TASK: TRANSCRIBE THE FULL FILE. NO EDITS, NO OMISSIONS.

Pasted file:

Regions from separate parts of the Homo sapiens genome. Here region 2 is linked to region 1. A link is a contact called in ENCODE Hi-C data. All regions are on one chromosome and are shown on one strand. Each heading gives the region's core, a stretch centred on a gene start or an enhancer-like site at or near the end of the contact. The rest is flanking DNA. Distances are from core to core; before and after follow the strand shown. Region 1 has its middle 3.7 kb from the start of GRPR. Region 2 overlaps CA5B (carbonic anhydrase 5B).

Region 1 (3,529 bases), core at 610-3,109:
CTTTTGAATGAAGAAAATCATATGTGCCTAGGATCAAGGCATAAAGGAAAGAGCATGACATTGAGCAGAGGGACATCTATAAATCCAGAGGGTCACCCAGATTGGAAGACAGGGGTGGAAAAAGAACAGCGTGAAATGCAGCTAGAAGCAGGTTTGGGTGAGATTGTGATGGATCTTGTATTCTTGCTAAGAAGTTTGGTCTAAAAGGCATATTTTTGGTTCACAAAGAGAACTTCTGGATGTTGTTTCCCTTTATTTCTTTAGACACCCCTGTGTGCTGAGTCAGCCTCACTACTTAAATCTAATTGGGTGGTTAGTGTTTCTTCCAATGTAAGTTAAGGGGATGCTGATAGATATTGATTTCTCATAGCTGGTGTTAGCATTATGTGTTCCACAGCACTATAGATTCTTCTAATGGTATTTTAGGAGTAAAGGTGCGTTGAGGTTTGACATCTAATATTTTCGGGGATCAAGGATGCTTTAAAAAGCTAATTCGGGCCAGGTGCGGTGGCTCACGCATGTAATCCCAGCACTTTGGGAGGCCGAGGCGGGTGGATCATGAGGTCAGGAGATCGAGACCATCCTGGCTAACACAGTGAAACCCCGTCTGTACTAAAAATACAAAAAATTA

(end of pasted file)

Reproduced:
Regions from separate parts of the Homo sapiens genome. Here region 2 is linked to region 1. A link is a contact called in ENCODE Hi-C data. All regions are on one chromosome and are shown on one strand. Each heading gives the region's core, a stretch centred on a gene start or an enhancer-like site at or near the end of the contact. The rest is flanking DNA. Distances are from core to core; before and after follow the strand shown. Region 1 has its middle 3.7 kb from the start of GRPR. Region 2 overlaps CA5B (carbonic anhydrase 5B).

Region 1 (3,529 bases), core at 610-3,109:
CTTTTGAATGAAGAAAATCATATGTGCCTAGGATCAAGGCATAAAGGAAAGAGCATGACATTGAGCAGAGGGACATCTATAAATCCAGAGGGTCACCCAGATTGGAAGACAGGGGTGGAAAAAGAACAGCGTGAAATGCAGCTAGAAGCAGGTTTGGGTGAGATTGTGATGGATCTTGTATTCTTGCTAAGAAGTTTGGTCTAAAAGGCATATTTTTGGTTCACAAAGAGAACTTCTGGATGTTGTTTCCCTTTATTTCTTTAGACACCCCTGTGTGCTGAGTCAGCCTCACTACTTAAATCTAATTGGGTGGTTAGTGTTTCTTCCAATGTAAGTTAAGGGGATGCTGATAGATATTGATTTCTCATAGCTGGTGTTAGCATTATGTGTTCCACAGCACTATAGATTCTTCTAATGGTATTTTAGGAGTAAAGGTGCGTTGAGGTTTGACATCTAATATTTTCGGGGATCAAGGATGCTTTAAAAAGCTAATTCGGGCCAGGTGCGGTGGCTCACGCATGTAATCCCAGCACTTTGGGAGGCCGAGGCGGGTGGATCATGAGGTCAGGAGATCGAGACCATCCTGGCTAACACAGTGAAACCCCGTCTGTACTAAAAATACAAAAAATTA